Eating a healthy diet is crucial to our mental and emotional health as well as our physical wellbeing. It can make a huge difference to mood, energy, waistline, and how well we think and feel. But at a time when many of us are living on a tight budget, finding food that is both wholesome and affordable can be a challenge.
Another hurdle can be how time-consuming it seems. Often, the last thing you want to do after a busy day is to spend time trawling the shelves for something healthy and filling for dinner. With a little planning and some tips on what to buy, eating healthy can become second nature.
Tip 1: plan ahead
Saving money on food involves revising your shopping habits, eliminating waste, and focusing on healthier choices – and that can require a little planning.
The simplest way is to start with a well thought out shopping list. Taking this list to the supermarket or having it next to you while doing your online shopping will help you avoid impulse buys that can quickly eat into your budget.
Planning all meals for the week can also help you know exactly what you need to buy and what you can leave behind.
“Think about how you can use leftovers the next day and turn them into another interesting dish too,” says Rob Hobson, nutritionist at Healthspan.
“For example, a pot of chilli can be used as a lunch filling to make Mexican wraps. Simply add sour cream, grated cheese and a little avocado to make a delicious midday snack.”
Keep a supply of staples
These include ingredients such as olive oil, flour, canned tomatoes, canned fish, frozen veg, dried herbs and spices, pasta, rice, and stock cubes. Things that can really add something to a dish or help you to spice up some leftovers quickly should always be on hand.
Research new recipes
There are plenty of simple, healthy recipes that can help you stay within your budget. Once you have a handful of tried and tested meals, you’ll find it easier to plan and shop for the week.
Get into meal prepping
Many things such as casseroles, curries and stews allow you to throw all the prepared, raw ingredients into a Ziplock bag and then pop it into the freezer ready for thawing and cooking whenever you want. A lot of them can even be cooked from frozen in a pressure cooker.
Remove junk foods
Eliminating ultra-processed foods such as biscuits, crackers, chips and pre-packaged meals can help keep your wallet and your waistline in check. These foods are designed to be hyper-palatable, so they’re often gone in no time at all.
Look for healthier alternatives
Planning meals based on healthy whole foods that have been minimally processed will help you keep within your budget. Pay attention to what is currently in season and plan meals around those vegies.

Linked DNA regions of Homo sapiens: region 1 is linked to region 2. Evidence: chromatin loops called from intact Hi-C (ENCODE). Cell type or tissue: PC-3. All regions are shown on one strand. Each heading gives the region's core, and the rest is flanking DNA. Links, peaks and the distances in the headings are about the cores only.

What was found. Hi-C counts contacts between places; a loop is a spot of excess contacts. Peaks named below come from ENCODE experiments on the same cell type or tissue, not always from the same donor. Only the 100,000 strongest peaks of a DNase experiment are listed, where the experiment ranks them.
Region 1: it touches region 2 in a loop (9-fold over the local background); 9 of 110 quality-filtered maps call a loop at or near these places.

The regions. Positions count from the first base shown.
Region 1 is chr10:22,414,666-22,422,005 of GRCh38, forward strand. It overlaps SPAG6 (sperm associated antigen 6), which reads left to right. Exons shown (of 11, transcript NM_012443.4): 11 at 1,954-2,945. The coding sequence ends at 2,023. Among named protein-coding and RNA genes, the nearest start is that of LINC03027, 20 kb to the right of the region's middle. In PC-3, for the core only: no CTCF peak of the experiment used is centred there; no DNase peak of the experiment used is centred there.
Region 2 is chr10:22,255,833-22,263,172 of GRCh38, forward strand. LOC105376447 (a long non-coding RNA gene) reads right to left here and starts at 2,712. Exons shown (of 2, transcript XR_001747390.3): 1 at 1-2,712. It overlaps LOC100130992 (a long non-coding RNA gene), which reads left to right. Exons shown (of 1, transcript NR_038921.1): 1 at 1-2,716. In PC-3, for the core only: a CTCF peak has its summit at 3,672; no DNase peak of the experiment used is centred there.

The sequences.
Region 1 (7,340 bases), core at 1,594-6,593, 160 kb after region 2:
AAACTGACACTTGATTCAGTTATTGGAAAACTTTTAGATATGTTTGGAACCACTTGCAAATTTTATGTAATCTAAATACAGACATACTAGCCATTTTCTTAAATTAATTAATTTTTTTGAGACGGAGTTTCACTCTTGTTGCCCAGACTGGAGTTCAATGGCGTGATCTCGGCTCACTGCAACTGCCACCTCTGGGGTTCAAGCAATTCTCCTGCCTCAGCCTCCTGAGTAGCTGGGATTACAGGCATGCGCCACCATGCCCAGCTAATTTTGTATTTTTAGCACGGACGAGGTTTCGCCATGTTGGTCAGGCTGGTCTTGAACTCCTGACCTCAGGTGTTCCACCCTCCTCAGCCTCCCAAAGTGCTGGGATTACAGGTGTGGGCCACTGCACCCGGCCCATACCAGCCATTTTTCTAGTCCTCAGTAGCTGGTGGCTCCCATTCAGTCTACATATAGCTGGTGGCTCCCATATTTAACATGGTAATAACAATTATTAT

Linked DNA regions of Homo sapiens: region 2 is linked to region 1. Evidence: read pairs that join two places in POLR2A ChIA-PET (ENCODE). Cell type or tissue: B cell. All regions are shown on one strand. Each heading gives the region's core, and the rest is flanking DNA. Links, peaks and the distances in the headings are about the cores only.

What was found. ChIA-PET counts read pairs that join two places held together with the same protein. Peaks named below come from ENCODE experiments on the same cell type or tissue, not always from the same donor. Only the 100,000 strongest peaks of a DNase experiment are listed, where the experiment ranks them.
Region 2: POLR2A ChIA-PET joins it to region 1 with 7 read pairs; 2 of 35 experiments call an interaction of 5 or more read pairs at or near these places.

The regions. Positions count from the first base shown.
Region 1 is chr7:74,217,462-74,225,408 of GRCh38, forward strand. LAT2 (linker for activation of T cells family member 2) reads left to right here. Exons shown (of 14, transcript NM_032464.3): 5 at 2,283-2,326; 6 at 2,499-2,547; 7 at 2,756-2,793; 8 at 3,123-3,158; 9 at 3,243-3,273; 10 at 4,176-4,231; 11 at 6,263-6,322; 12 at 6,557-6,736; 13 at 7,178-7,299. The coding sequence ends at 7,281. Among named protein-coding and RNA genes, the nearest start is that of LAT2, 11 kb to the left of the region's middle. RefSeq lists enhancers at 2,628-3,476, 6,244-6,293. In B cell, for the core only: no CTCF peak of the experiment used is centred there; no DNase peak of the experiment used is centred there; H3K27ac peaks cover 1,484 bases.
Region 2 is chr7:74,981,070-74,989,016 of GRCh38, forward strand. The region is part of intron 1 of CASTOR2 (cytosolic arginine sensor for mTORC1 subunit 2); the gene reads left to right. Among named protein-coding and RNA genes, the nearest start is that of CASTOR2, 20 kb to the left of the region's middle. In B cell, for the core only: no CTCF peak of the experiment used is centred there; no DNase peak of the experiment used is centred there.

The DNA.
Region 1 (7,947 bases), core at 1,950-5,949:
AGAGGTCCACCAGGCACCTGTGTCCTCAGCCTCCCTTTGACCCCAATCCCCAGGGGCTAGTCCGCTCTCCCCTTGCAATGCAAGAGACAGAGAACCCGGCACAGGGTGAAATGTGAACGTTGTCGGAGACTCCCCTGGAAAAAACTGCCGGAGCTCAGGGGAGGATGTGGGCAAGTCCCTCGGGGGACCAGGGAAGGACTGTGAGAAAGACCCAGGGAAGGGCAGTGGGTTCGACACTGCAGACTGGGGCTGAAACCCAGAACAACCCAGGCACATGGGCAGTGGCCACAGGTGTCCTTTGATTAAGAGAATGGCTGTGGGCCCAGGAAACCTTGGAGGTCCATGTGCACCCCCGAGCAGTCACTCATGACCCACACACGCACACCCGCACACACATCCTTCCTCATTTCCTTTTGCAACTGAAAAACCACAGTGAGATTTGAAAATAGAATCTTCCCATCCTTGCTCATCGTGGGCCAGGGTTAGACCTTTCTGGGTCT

Tip 2: make smart food choices
Some healthy food products can certainly be expensive, but there are also ways to save money at the supermarket and still eat nutritionally balanced meals that will leave you feeling full and energised.
Maximise on pulses
Pulses such as beans, lentils and peas are a cheap, low-fat source of protein, fibre, vitamins and minerals. They also count as part of your government-recommended five daily portions of fruit and vegetables.
“You’d be surprised at how affordable and how far beans and pulses can stretch,” says nutritionist Jenna Hope, who believes they are a great dietary source of protein, B vitamins and fibre.
“To get more for your money, try buying the dried varieties,” she advises.
Use frozen fruit and vegetables
Your five-a-day don’t have to come from expensive organic vegetable shops with fresh, loose produce.
“Frozen fruits and vegetables are often just as nutritious as fresh, so they’re a good alternative when thinking about cheap dinner ideas,” says Mr Hobson.
“Frozen fruits can be added to healthy breakfast smoothies and puddings, while vegetables such as peas, cauliflower and sweetcorn can be added to many different dishes, including soups and stews.”
If you have freezer room, the largest frozen bags tend to offer the best value.
Try canned fish
Can’t afford fresh salmon from the fishmonger? “Canned fish is a great cheap way to get your omega-3 fix,” says Ms Hope. Omega-3 is a fatty acid that plays a key role in brain functioning, and gut and bone health in the body.
“Try opting for canned salmon and mackerel rather than the fresh varieties,” she adds, as these can often work out cheaper.
Use the whole vegetable in cooking
Root-to-stem eating encourages you to use every edible part of plant, including the leaves, skin, seeds and stalks.
“For example, you could use cauliflower leaves and carrot tops in soup, roast the seeds of a butternut squash with salt and oil for snacking, and use vegetable peel to make homemade stock,” says Ms Hope
The less you throw away, the further your weekly shop will go – and not only is it great for the environment, but it will save you money in the long run too.
Tip 3: make sweet treats affordable
Eating well on a budget doesn’t mean denying yourself some treats or cutting out all desserts. There are ways to satisfy a sweet tooth that don’t include processed items packed with sugar.
Make your own icy poles
Pick up a special tray and freeze your own icy poles with juice and chopped fruit.
Oatmeal cookies with rolled oats are a good example of a healthier, home-baked dessert. Look for recipes that are refined sugar-free and sweetened with things such as dates or honey.
Jazz up some yoghurt
A large container of plain yoghurt can go a long way when you add seasonal fruit to each serving. You could try slivered almonds and honey, or cinnamon and raisins – anything you have on hand really.
How do you eat healthily on a budget? How often do you go to the supermarket? Do you plan meals in advance?
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